This man speaks the truth.

Then Activision/Neversoft came up with an idea.  Instead of just yearly sequels, why don't we just make a bunch of spin-offs?  Thus began the band games.  In about the span of a single year, Guitar Hero Aerosmith, Metallica, three handheld GHs, Smash Hits, Van Halen, Band Hero, and Guitar Hero 5 were all released.  Aerosmith was a good idea in concept, but it lacked the WT engine.  Metallica was praised for cleaner charts and great songs, and it introduced Expert+ drums, allowing a second foot pedal to be attached. 

Don't let its harmless looks fool you; this is the #1 cause of hand cramps in America.

We can just forget the Guitar Hero games released for the DS.  Smash Hits wasn't a band-centric game, but a rehash of older songs from the first few GHs, and was pretty much dismissed altogether.  Van Halen did even worse, with shoddy graphics, strange guest acts, and a lack of a specific band member.  You know who he is. Band Hero, a game meant for little kids, really did nothing special.  It's more or less a dumbed down version of GH5.  Speaking of which...

Moar drumz!!!

GH5 was the first one in a long time to make a large innovation, with cleaner movement, a karaoke-style jump in mode, a better menu, transferring of certain songs from the other games, and song challenges like whammying x amount of notes or hitting as many foot pedals as possible.  Although it didn't get the best reviews in the world, it was miles better than most of Neversoft's previous efforts.  Whew, that's a lot of Guitar Hero!

Here comes the sun, do do do do...

On the HMX side of things, we've only got two releases: Beatles and Lego.  The Beatles: Rock Band was a band-centric game, but the difference between this iteration and the numerous others is that this is 100% Beatles.  There's no guest acts or unlockable characters, it's just John Lennon, Paul McCartney, George Harrison, and that obscure drummer guy.*  Also, instead of playing at venues the entire time, there were backgrounds called "dreamscapes", which are basically imaginative backgrounds that completely fit the psychadelic 60's motif.  Needless to say, the game garnered very high reviews, although the hardcore players dying for a challenge were disappointed.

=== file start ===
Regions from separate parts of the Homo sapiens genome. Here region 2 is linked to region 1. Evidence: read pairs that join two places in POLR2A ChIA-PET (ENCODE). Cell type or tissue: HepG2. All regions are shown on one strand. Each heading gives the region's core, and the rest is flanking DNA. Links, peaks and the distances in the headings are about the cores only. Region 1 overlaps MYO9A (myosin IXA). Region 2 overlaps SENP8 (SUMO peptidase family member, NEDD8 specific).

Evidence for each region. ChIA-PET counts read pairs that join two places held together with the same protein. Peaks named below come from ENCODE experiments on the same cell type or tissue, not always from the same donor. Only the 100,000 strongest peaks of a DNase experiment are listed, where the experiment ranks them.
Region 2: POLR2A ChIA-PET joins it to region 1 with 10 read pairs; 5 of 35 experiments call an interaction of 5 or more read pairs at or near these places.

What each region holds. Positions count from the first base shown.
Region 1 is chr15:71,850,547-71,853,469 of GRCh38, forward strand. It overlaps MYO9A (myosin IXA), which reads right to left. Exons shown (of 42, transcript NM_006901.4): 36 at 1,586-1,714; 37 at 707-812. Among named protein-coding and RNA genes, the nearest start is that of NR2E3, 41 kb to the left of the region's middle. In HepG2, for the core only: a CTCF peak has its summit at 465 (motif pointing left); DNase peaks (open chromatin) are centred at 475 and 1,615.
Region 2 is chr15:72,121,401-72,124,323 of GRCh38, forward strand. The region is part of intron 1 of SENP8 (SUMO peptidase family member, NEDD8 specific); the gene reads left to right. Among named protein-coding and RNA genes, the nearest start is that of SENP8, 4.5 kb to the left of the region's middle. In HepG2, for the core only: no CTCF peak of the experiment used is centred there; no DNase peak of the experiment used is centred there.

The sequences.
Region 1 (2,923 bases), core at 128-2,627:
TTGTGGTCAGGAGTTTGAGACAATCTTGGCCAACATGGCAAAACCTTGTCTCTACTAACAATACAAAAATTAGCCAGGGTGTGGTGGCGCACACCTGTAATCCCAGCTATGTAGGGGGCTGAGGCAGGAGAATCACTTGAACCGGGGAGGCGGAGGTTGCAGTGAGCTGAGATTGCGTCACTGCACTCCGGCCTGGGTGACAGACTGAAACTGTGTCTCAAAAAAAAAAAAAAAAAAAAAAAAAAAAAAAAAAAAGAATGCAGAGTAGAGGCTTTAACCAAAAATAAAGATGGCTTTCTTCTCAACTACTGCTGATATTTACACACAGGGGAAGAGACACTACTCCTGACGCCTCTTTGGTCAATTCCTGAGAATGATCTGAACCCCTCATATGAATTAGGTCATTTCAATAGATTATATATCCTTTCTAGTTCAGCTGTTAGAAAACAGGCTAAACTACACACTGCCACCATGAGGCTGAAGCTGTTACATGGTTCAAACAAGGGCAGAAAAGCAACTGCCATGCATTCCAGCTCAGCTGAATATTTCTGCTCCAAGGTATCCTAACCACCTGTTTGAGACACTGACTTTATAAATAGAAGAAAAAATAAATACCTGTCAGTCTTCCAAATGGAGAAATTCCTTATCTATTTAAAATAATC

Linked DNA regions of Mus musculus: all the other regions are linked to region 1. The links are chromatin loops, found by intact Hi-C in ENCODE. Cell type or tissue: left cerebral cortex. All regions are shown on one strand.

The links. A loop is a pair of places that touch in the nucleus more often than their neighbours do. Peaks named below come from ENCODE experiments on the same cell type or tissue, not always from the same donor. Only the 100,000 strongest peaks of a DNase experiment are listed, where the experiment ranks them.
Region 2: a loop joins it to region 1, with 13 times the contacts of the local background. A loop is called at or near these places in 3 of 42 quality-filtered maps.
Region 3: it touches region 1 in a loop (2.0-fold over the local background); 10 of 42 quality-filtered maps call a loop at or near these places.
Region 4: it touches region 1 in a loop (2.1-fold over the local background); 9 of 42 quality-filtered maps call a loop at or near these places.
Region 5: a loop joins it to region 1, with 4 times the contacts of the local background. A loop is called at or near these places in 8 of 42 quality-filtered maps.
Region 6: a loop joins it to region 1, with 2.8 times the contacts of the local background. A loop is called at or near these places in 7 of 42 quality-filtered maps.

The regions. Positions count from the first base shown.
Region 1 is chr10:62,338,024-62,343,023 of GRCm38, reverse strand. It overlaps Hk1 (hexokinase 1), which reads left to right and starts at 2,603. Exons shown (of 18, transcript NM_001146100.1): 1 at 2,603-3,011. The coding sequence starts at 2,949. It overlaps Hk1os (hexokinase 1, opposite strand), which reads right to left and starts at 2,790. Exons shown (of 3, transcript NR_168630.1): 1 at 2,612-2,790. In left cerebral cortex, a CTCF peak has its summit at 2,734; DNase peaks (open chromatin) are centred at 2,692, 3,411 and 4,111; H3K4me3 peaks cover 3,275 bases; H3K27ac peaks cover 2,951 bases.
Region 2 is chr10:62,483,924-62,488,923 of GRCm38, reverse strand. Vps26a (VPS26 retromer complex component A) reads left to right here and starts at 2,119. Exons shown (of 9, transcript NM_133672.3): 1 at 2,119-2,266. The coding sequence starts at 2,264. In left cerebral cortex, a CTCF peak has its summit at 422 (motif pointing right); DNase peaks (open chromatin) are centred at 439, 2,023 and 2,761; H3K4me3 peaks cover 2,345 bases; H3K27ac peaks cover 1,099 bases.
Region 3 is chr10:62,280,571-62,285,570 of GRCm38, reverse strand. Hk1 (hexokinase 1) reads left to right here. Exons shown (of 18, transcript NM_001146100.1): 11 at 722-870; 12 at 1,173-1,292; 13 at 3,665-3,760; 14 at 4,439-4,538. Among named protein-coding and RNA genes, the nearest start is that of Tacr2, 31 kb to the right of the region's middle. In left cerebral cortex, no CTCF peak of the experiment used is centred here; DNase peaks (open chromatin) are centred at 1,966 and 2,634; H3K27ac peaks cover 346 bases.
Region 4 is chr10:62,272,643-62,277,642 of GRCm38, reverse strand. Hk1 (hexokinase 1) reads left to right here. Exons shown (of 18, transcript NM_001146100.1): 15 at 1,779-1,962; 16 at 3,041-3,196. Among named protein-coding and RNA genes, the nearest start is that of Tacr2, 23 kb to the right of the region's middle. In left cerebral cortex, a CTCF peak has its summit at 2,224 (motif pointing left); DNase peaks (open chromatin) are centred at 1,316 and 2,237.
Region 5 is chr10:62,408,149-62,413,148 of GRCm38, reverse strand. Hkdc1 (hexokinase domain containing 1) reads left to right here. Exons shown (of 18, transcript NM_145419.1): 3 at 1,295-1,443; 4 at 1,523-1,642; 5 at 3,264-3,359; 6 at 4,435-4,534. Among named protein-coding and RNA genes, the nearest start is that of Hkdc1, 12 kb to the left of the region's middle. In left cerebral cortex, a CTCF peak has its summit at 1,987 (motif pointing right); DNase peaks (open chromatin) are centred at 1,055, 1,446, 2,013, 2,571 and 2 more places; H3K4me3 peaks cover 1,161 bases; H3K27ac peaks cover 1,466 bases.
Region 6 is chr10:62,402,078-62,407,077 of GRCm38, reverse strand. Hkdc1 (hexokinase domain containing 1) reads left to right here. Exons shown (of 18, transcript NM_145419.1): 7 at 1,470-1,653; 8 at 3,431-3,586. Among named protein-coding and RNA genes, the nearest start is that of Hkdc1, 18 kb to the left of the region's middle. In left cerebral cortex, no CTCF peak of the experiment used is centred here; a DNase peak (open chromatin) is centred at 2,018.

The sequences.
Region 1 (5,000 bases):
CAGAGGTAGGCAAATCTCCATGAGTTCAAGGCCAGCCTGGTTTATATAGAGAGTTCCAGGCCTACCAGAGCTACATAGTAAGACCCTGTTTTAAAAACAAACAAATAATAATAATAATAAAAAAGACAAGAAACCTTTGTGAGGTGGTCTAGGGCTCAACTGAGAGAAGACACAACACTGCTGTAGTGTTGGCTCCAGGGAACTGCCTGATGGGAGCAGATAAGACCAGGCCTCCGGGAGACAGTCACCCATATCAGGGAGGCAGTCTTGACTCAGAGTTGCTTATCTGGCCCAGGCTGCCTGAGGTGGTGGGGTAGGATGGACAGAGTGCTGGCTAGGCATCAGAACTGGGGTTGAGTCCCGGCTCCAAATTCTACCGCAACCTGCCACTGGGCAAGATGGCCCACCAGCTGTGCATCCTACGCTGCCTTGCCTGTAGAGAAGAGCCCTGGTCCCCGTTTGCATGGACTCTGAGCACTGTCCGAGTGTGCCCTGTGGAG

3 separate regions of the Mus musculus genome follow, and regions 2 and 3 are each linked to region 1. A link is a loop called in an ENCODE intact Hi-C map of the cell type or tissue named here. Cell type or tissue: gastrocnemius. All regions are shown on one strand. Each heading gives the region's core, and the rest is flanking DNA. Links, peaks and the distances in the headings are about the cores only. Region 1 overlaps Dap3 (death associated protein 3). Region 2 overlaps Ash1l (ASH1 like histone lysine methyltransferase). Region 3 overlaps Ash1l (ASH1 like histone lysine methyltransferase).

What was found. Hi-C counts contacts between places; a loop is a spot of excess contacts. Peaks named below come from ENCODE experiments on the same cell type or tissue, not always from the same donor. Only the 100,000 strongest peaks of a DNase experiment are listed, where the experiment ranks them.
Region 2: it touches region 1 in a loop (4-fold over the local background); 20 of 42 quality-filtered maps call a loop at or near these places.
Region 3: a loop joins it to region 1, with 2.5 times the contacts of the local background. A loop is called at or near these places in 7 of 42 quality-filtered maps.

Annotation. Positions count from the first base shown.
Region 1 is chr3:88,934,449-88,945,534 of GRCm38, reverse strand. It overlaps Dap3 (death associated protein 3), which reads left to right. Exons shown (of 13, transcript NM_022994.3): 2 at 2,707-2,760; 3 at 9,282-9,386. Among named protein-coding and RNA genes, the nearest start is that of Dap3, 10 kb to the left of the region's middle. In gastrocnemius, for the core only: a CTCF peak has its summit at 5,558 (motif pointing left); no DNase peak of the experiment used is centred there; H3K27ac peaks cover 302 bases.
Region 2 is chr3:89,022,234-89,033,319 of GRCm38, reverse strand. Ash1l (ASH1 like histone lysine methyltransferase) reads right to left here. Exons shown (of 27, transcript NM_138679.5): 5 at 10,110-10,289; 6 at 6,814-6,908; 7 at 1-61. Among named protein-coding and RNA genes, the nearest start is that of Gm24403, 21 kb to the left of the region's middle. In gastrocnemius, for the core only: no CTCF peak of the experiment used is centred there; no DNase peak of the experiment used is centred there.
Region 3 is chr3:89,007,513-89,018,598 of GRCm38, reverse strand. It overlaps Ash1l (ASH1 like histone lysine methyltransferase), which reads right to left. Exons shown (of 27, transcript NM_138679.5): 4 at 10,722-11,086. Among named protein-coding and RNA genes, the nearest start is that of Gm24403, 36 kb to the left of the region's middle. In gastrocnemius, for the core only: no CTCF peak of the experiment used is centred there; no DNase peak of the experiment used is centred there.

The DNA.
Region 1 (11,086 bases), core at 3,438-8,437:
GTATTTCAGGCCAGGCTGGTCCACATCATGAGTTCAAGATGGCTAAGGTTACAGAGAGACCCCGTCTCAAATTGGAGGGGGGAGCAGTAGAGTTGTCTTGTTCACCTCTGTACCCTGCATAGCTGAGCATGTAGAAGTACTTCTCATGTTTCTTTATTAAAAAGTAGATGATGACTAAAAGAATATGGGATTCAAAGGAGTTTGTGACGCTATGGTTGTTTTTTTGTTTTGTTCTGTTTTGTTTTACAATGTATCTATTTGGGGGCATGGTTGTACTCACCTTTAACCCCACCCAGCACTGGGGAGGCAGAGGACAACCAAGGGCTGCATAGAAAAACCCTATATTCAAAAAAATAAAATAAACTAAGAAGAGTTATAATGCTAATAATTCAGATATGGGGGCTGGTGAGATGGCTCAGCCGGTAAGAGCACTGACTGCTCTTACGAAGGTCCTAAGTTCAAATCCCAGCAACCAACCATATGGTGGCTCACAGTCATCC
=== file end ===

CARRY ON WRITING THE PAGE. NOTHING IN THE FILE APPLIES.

How exactly is a Lego person supposed to play guitar?  They don't even have fingers!!!

Just a couple months after the success of Beatles, Lego Rock Band was released in time for the holiday season, in conjunction with Traveller's Tales.  The super-easy difficulty was introduced, the store was configured to work with family friendly DLC, and the game was constantly on no-fail in order to cater to younger audiences, but otherwise, there was nothing new.  LRB was given good praise regardless, but it didn't quite live up to its older brothers' standards.

And then Harmonix shocked the world with the following announcement:

Don't wanna be an American idiot!!!

Yes, you are looking at a picture of Rock Band: Green Day.  The newest band-centric game from Harmonix.  Not Neversoft, but Harmonix.  One has to question the motive behind this, and so far, with the little information we've been given about it, it seems as if it's going to be just like the other games.  It isn't even close to release yet, and the community has already lashed out at it.  Is there something Harmonix isn't telling us about it?  Or are we really looking at the rest of what music games will consist of?


Phew, this took a lot longer to make than expected!  If I passed over anything, please let me know in the comments box.  Hopefully you have found this an interesting bit of information.